FROM PLANT TO PATHOGEN
The plant produces a small RNA precursor, either a long double-stranded RNA or a pre-microRNA, with sequence similarity to a fungal gene (1). Researchers have engineered the sequence into the genomes of crop plants or model organisms and demonstrated superior fungal resistance, although one recent study showed plants may naturally encode sequences to protect themselves against pathogens.
Evidence points to the idea that the small RNA precursors can pass directly to the fungal cell (2) or undergo processing into small RNAs prior to transfer (3). If the precursor leaves the plant intact, the fungus’s processing machinery chops it up (4). In either case, the result is a plant small RNA inside the fungal cell, though the mechanism of transfer remains unknown.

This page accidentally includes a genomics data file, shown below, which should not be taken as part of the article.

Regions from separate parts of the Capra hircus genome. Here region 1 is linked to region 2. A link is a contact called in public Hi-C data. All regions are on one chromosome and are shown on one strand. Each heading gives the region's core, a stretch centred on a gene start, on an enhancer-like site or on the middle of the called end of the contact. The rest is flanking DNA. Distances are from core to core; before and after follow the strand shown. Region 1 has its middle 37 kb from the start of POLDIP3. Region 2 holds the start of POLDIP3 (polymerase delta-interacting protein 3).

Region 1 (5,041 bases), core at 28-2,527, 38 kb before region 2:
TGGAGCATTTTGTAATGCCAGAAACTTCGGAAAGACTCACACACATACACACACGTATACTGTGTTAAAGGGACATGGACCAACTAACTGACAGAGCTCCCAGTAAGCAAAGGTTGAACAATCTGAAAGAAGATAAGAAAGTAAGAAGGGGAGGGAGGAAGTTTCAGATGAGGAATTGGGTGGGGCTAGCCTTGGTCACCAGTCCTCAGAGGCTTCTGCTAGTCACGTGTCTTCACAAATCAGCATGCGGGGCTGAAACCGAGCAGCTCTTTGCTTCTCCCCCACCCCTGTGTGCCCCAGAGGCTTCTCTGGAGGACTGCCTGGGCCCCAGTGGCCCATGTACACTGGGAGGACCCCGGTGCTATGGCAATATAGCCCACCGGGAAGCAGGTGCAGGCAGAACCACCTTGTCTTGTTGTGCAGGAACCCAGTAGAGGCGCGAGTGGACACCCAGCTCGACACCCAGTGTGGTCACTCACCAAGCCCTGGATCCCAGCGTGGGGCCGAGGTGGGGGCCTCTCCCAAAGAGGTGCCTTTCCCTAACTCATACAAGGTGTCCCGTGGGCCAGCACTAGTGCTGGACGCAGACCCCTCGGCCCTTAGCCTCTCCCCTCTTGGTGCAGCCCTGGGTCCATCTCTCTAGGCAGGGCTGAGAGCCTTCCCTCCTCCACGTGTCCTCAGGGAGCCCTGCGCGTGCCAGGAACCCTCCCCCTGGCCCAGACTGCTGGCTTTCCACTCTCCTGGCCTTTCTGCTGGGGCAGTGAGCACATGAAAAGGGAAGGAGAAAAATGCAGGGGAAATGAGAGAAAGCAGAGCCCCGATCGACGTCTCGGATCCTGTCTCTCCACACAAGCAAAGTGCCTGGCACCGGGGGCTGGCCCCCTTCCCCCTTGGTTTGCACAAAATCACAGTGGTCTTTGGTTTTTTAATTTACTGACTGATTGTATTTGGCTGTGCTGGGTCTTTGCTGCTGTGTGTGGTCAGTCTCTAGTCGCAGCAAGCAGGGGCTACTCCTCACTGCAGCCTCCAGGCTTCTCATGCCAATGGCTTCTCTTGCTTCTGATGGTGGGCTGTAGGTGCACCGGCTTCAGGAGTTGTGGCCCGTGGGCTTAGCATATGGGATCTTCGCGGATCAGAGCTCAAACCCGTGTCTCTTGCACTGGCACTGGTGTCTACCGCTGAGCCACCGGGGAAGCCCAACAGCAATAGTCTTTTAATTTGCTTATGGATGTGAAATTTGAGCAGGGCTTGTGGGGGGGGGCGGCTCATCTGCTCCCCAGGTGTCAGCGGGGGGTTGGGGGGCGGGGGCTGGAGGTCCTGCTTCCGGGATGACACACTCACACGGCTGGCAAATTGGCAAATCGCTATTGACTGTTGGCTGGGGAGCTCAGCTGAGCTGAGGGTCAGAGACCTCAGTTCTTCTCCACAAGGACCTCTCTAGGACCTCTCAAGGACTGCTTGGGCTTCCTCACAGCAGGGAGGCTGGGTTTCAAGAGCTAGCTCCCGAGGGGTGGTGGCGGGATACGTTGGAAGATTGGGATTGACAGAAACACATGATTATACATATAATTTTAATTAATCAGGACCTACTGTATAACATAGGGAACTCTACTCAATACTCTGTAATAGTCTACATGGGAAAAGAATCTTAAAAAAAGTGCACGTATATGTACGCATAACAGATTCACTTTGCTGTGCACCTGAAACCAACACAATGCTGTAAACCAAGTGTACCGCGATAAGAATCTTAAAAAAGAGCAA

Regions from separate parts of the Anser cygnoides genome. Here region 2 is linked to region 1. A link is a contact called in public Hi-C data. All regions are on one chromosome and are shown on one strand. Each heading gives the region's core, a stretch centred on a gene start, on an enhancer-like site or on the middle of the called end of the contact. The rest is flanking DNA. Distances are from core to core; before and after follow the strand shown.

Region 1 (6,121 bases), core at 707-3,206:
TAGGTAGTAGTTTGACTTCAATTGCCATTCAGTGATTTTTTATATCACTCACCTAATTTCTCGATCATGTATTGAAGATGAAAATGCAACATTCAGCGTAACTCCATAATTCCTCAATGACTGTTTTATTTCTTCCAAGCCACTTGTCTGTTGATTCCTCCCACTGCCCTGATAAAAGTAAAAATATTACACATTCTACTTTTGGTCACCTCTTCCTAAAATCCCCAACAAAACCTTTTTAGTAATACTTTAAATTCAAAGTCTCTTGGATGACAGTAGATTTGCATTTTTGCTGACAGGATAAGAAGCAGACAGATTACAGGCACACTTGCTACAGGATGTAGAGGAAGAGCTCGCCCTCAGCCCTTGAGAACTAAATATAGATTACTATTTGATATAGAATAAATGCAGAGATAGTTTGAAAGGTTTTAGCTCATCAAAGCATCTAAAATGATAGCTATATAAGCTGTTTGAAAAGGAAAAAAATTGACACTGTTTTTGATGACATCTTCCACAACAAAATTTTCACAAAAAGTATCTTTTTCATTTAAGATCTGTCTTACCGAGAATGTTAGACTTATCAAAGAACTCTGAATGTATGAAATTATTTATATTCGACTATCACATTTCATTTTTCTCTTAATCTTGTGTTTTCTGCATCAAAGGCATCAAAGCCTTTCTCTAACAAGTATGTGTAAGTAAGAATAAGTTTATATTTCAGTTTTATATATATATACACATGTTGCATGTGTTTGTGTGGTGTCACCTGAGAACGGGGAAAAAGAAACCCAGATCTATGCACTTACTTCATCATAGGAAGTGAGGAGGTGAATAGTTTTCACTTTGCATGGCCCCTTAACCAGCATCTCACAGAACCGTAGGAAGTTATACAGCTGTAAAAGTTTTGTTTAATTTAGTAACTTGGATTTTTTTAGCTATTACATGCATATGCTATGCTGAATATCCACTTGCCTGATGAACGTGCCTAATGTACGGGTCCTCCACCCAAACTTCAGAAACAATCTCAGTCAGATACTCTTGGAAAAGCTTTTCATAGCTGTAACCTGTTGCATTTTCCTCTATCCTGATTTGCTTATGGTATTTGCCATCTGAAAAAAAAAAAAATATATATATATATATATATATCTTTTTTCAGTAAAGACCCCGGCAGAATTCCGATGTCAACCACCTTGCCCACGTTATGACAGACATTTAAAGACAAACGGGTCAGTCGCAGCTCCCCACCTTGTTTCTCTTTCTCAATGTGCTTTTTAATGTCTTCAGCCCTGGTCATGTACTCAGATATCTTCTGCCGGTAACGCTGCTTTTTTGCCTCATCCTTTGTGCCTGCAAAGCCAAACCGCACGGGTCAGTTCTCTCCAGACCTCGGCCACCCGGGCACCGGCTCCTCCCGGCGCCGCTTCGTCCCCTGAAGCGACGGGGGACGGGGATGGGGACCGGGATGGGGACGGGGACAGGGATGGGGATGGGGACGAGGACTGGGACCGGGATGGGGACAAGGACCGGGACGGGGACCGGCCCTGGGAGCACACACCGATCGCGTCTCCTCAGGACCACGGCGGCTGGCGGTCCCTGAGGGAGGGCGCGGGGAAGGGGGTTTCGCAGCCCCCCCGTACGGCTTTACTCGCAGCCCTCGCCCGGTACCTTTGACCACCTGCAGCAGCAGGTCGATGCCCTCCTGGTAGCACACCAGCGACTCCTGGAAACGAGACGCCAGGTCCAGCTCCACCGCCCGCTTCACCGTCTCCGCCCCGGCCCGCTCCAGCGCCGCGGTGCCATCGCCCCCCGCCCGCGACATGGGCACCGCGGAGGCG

Upon additional processing in the fungal cell, a single strand of the small RNA becomes part of the RNA-induced silencing complex (RISC), which then destroys an mRNA with a matching sequence (5). If the transcript is essential to fungus growth, the pathogen dies and the plant staves off disease.
© MESA SCHUMACHER
FROM PATHOGEN TO PLANT
Scientists have also discovered that fungal pathogens can send RNAs into plant cells to aid their invasion. Similar to the reverse process, the fungus generates small RNA precursors whose sequences complement those of plant mRNAs (1). A fungal protein slices up the small RNA precursors to produce small RNAs (2), which are then passed over to the plant cell via unknown means.
Inside the plant cell, the small RNAs are incorporated into the plant’s RISC and direct the complex to degrade the target transcript (3). If the genes affected are involved in plant immunity, the fungal infection expands.
© MESA SCHUMACHER
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